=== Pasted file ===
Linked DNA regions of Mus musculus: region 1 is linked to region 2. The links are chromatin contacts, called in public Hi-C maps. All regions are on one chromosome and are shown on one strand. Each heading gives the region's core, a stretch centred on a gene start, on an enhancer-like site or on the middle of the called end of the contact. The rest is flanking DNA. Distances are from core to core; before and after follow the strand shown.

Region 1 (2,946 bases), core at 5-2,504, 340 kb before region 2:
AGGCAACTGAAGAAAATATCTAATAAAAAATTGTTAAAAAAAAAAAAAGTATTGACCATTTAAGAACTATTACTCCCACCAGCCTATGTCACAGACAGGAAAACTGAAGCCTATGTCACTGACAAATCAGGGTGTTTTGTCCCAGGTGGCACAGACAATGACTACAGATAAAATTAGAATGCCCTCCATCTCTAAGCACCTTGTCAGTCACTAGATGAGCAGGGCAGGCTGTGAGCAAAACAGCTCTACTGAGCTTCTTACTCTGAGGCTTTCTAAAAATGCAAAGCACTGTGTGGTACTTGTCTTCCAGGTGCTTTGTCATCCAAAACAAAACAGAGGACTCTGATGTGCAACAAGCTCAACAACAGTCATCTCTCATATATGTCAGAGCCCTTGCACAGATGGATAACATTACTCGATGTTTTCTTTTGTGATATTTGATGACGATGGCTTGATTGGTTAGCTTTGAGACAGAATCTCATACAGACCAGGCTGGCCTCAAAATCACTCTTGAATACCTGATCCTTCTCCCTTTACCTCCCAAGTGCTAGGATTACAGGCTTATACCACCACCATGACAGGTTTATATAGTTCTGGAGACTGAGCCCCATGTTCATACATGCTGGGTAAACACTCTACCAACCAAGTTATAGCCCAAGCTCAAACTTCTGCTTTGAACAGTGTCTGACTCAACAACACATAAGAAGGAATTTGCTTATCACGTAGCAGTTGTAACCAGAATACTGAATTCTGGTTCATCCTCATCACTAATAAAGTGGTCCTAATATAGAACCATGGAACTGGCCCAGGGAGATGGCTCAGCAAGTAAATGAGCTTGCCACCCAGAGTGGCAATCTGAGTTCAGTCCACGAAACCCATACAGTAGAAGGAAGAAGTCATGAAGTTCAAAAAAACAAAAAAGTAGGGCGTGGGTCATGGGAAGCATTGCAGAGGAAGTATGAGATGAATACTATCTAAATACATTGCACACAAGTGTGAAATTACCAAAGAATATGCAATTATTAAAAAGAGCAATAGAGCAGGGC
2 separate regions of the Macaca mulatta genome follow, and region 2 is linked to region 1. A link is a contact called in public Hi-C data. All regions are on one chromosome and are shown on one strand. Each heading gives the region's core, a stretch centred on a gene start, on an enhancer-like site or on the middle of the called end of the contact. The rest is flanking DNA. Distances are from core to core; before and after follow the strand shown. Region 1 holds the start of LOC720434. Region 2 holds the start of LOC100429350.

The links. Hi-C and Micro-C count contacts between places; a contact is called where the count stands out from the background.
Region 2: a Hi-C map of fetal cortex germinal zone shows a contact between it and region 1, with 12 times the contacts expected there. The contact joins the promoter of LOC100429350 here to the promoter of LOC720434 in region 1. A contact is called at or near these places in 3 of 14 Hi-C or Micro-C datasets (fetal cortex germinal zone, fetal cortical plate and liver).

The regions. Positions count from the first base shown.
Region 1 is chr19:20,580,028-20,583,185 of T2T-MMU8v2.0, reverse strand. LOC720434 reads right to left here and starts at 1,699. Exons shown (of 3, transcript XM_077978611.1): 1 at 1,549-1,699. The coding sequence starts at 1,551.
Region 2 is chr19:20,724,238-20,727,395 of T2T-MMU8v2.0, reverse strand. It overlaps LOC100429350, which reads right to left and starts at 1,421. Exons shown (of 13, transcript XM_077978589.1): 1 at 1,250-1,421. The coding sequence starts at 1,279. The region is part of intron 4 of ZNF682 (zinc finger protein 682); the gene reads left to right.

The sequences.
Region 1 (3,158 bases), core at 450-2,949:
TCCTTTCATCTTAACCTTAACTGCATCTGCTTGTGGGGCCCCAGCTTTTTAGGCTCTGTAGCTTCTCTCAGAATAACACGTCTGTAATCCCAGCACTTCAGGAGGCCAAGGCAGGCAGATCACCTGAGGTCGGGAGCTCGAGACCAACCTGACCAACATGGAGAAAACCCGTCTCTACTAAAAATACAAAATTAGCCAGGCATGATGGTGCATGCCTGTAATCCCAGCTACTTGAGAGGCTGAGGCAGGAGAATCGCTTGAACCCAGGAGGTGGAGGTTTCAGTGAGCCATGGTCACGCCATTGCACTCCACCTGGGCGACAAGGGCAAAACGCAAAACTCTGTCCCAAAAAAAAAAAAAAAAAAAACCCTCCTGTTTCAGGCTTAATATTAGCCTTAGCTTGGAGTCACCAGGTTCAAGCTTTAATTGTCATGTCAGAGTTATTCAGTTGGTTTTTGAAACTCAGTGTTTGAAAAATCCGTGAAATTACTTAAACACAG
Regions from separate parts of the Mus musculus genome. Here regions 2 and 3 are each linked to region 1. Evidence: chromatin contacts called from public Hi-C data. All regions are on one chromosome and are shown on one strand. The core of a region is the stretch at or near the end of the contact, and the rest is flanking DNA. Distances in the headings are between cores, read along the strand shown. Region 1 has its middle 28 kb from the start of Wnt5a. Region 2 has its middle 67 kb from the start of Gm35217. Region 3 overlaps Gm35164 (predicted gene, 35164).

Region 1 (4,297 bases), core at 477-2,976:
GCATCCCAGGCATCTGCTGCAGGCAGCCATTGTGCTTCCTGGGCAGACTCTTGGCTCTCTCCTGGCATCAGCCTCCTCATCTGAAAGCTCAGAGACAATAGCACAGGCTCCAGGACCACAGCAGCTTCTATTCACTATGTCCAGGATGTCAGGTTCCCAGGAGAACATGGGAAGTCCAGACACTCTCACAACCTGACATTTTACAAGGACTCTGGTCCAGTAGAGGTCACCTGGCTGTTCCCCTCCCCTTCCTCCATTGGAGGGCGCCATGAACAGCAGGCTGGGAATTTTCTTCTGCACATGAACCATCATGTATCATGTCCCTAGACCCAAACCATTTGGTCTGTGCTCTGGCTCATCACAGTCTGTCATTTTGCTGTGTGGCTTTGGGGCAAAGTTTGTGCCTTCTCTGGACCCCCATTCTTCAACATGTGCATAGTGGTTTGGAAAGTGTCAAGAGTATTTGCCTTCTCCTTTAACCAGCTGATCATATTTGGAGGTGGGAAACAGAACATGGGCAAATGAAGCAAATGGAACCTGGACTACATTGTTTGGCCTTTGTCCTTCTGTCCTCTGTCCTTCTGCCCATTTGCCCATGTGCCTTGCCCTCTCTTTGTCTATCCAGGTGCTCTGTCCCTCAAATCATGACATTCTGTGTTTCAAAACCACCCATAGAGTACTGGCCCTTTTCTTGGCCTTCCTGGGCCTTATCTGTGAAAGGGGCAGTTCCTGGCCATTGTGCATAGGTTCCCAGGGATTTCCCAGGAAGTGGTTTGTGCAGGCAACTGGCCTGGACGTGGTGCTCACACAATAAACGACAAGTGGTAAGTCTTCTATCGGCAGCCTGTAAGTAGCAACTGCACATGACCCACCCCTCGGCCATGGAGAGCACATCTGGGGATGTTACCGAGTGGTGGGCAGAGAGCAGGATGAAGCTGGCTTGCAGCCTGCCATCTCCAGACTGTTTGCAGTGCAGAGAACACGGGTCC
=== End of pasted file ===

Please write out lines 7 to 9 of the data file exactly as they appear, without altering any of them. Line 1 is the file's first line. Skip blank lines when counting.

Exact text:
The regions. Positions count from the first base shown.
Region 1 is chr19:20,580,028-20,583,185 of T2T-MMU8v2.0, reverse strand. LOC720434 reads right to left here and starts at 1,699. Exons shown (of 3, transcript XM_077978611.1): 1 at 1,549-1,699. The coding sequence starts at 1,551.
Region 2 is chr19:20,724,238-20,727,395 of T2T-MMU8v2.0, reverse strand. It overlaps LOC100429350, which reads right to left and starts at 1,421. Exons shown (of 13, transcript XM_077978589.1): 1 at 1,250-1,421. The coding sequence starts at 1,279. The region is part of intron 4 of ZNF682 (zinc finger protein 682); the gene reads left to right.